If I asked you to take a red pen and circle all of the contrasts you can find in Romans 8:1-25, I would imagine this particular page in your Bible would be filled with red markings. This chapter is perhaps one of the most deeply significant and highly impactful in all of Scripture. Since time and space won’t allow us to comment on every treasure of truth, let’s highlight three contrasts.
Condemnation and Conviction
There are some — perhaps many — Christians who live in a state of defeat. Life has not dealt kindly with them, and they’ve continually fallen prey to Satan’s schemes. The weight of sin, especially those habitual ones that lead to strongholds, is almost more than they can bear. And when Satan points an accusatory finger, they slump knowingly to the shame.
But there is no condemnation for those who are in Christ Jesus (Romans 8:1). Christ took all of the condemnation that was rightly ours and bore it on the cross in order that the requirement of the Law might be fulfilled in us (Romans 8:4). Let’s be clear, we deserved condemnation, but in His grace and mercy, He took it for us.
Jesus condemned sin so we could be free of condemnation.
Our position in Christ is the reason we can turn the enemy’s accusatory finger around and claim the cross as the power to overcome sin.
Now, the word “conviction” does not appear in these verses. But conviction is certainly the contrast to condemnation. While condemnation is a work of the enemy, conviction is a work of the Spirit. The Holy Spirit gently nudges and whispers when we do or say something that is displeasing to God, and gives us the opportunity to change our minds and actions. Conviction over our sin leads us to repentance and forgiveness, whereas condemnation only leads to prisons of guilt and shame.
How can we live in the power of the Spirit? Refuse condemnation and respond only to conviction.
Flesh and the Spirit
The flesh and the Spirit are at odds.
Perhaps that’s stating it too gently.
The flesh and the Spirit are in a ferocious war, and the battleground is our minds. Here in the thought life is where the loud demands of the flesh attempt to drown out the still small voice of the Spirit.
The difference between walking in the flesh and walking in the Spirit lies in focus. People who walk in the flesh set their minds on the things of the flesh, while people who walk in the Spirit set their minds on the things of the Spirit (Romans 8:5). But the difference is not always immediately obvious to the onlooker. Just because a person is not engaged in blatant sin does not mean their minds are not fixed on the flesh. Thoughts of self instead of others, seeking the approval of people instead of God, pursing happiness instead of holiness, and wanting to be the centre of attention are all subtle ways our minds are consumed with the flesh.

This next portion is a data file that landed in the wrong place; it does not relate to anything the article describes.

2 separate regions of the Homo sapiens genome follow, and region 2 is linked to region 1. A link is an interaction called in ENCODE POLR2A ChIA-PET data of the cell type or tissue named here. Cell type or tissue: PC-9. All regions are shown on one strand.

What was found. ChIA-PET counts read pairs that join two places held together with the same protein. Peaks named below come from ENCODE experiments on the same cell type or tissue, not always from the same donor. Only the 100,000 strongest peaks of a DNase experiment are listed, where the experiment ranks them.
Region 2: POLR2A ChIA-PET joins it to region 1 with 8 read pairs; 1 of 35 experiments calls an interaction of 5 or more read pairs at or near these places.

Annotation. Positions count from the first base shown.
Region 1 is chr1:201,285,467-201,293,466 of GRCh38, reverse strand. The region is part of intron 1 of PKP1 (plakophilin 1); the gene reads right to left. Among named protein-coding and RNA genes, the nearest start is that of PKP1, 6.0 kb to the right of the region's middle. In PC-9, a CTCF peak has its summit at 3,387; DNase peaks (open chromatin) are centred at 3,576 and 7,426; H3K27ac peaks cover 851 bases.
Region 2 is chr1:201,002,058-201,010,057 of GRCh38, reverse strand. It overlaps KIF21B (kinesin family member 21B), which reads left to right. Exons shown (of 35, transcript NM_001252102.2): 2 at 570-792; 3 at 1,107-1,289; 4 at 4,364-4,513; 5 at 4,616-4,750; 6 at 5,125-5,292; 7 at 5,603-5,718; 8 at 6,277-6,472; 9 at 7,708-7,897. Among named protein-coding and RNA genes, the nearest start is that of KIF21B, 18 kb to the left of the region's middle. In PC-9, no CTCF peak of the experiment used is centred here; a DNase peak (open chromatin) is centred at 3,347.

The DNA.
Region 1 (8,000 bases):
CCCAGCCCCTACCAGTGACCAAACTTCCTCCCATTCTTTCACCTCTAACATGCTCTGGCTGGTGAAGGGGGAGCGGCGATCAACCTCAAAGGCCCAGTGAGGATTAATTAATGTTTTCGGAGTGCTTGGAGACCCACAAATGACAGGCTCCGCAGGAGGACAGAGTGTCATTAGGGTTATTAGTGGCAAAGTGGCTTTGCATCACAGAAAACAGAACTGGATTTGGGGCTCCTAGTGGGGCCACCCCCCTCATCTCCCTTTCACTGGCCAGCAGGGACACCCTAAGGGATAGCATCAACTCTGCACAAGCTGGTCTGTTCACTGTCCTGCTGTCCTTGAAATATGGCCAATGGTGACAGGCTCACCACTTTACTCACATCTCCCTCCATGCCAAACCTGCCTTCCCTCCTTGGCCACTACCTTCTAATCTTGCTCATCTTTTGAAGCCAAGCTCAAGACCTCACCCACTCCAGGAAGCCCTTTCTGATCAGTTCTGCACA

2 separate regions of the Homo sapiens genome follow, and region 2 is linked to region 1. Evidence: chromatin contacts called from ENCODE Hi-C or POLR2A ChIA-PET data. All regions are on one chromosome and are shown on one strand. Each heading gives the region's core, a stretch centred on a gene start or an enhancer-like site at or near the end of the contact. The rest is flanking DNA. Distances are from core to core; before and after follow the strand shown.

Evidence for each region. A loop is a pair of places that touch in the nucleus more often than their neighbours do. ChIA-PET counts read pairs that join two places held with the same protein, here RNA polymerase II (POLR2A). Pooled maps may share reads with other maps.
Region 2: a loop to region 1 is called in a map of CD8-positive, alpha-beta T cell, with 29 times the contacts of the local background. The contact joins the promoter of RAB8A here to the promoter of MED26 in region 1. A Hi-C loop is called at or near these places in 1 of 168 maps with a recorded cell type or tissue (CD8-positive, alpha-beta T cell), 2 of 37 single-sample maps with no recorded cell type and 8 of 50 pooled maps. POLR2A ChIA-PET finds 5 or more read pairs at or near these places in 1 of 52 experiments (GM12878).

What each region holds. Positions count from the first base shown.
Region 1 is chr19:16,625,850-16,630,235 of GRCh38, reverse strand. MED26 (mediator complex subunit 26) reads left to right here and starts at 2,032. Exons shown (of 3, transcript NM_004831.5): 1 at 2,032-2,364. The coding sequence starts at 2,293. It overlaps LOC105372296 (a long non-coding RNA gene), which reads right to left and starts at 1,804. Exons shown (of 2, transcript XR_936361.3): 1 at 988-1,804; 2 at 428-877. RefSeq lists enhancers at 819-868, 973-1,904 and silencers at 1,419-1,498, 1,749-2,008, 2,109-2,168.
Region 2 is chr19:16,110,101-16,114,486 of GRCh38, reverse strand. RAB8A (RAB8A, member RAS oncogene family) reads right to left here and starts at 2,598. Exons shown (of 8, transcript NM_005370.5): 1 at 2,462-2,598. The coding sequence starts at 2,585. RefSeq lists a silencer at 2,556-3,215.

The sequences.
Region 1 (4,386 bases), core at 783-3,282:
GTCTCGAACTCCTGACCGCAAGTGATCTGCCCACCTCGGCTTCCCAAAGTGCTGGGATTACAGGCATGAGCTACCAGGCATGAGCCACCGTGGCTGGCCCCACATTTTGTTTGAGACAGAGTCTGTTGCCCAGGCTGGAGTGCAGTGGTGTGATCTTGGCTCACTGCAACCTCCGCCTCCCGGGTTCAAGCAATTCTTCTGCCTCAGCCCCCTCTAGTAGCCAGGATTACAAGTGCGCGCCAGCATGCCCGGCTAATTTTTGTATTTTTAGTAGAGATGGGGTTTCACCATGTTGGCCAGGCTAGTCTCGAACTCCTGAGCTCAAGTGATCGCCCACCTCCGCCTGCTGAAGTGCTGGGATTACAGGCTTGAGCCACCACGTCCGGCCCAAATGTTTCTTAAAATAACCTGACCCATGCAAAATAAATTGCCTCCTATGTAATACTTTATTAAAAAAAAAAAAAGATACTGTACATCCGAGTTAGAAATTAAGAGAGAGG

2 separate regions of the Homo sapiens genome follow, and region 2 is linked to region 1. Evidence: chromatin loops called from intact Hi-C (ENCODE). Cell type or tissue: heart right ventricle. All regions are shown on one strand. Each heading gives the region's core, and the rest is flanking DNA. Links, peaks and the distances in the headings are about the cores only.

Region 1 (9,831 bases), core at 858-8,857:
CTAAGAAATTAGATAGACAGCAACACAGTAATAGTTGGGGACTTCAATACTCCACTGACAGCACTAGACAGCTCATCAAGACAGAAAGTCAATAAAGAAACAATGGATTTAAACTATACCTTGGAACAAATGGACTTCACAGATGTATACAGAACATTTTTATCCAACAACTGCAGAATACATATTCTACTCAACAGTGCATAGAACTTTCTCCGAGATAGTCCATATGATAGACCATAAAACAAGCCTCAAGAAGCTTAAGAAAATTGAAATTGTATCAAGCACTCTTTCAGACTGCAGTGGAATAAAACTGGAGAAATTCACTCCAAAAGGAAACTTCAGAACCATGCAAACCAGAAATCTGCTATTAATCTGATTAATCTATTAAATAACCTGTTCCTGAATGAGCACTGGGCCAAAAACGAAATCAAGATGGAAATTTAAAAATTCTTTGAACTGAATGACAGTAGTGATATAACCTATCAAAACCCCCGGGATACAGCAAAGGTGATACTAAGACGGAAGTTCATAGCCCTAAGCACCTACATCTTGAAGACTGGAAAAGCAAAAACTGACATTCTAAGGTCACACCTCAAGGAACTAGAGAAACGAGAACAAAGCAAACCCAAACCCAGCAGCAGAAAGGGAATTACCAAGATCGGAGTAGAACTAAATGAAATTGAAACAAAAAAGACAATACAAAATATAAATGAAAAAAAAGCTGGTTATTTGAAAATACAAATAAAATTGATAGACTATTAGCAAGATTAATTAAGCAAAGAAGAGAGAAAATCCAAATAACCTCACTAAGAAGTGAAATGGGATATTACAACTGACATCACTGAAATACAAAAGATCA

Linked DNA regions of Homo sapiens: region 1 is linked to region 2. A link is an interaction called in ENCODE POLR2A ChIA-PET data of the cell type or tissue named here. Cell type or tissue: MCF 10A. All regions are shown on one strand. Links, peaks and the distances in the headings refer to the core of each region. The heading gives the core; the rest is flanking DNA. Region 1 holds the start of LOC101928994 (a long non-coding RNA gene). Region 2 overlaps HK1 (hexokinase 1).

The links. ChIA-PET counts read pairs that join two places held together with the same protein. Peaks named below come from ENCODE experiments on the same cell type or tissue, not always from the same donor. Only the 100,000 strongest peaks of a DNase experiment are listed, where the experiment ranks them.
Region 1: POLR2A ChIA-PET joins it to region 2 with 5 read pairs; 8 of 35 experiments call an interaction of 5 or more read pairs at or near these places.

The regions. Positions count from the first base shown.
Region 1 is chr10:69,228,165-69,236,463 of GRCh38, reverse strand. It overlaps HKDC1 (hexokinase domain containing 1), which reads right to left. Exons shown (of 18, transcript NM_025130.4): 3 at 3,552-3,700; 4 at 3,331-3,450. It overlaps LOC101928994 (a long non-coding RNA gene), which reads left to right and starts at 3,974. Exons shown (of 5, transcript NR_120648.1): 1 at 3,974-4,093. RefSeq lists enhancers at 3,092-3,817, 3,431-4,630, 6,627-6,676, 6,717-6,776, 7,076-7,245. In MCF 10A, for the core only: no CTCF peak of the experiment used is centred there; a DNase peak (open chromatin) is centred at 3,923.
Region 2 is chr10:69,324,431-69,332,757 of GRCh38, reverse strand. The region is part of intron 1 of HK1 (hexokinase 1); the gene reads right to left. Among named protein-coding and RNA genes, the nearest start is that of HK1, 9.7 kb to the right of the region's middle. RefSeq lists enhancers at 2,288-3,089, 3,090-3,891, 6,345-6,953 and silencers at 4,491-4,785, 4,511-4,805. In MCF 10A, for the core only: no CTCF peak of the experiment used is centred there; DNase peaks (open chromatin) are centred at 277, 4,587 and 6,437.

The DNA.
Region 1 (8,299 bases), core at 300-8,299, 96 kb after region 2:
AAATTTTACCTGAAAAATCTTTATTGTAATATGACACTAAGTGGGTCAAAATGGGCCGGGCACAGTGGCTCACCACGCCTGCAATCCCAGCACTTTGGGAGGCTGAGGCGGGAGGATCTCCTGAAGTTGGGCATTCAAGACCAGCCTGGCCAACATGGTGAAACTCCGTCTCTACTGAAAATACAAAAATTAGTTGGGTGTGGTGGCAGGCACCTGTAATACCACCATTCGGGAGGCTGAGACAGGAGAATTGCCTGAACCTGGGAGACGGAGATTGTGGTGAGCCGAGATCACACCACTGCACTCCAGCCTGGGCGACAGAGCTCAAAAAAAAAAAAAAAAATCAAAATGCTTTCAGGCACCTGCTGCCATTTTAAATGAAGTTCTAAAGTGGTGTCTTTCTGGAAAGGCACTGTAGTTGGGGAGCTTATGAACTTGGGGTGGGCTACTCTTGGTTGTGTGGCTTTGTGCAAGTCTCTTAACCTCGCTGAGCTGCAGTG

When our minds are consumed with the Spirit we pursue the things of God. How could I glorify God in this situation? What is God trying to teach me? What would God want me to choose? How can I love and serve others? These are all questions that run through the minds of those who are fixed on the Spirit.
The question is: Is our lives marked by obedience to the Holy Spirit or by obedience to the flesh?
If we want our pattern of life to be according to the Spirit, His voice must be the one we obey.
When we allow the flesh to control our minds and our decisions we will find ourselves right back in the inner struggle of Romans 7 and ultimately this pattern of life brings death. But when the course of our lives are directed by the Spirit, we will experience life and peace (Romans 8:6).
And quite simply, if we walk in the Spirit we will not carry out the desires of the flesh (Galatians 5:16).
The Spirit of God dwells in you, therefore you are empowered to walk in the Spirit.
How can we live in the power of the Spirit? Choose to walk each day in the Spirit, and thereby crucify the flesh.
Sufferings and Glory
We can’t turn a blind eye to suffering, ignoring its obvious presence in this world. Neither can we naively believe difficult times will never come to us. Suffering is a part of our fallen world, and sadly no one is immune.
Romans 8:18 is perhaps my favourite verse in our present text. I clung desperately to it’s truth during the death of my mother and a cancer diagnosis. Regardless of the degree of suffering we experience in this life, future glory will outweigh present sufferings. That’s a promise.
Our sufferings are not even worthy to be compared to the glory we will experience in His presence. That hard thing you are going through? No comparison. Don’t even try. If you and I could catch a glimpse of what one moment in heaven will be like, we would gladly turn our faces resolutely to our trials and praise God in the midst of the storm.
Life in the Spirit enables us to understand and persevere through suffering. Life in the Spirit gives us a hope for a glorious future.
How can we live in the power of the Spirit? Fix our eyes on the glory promised to us.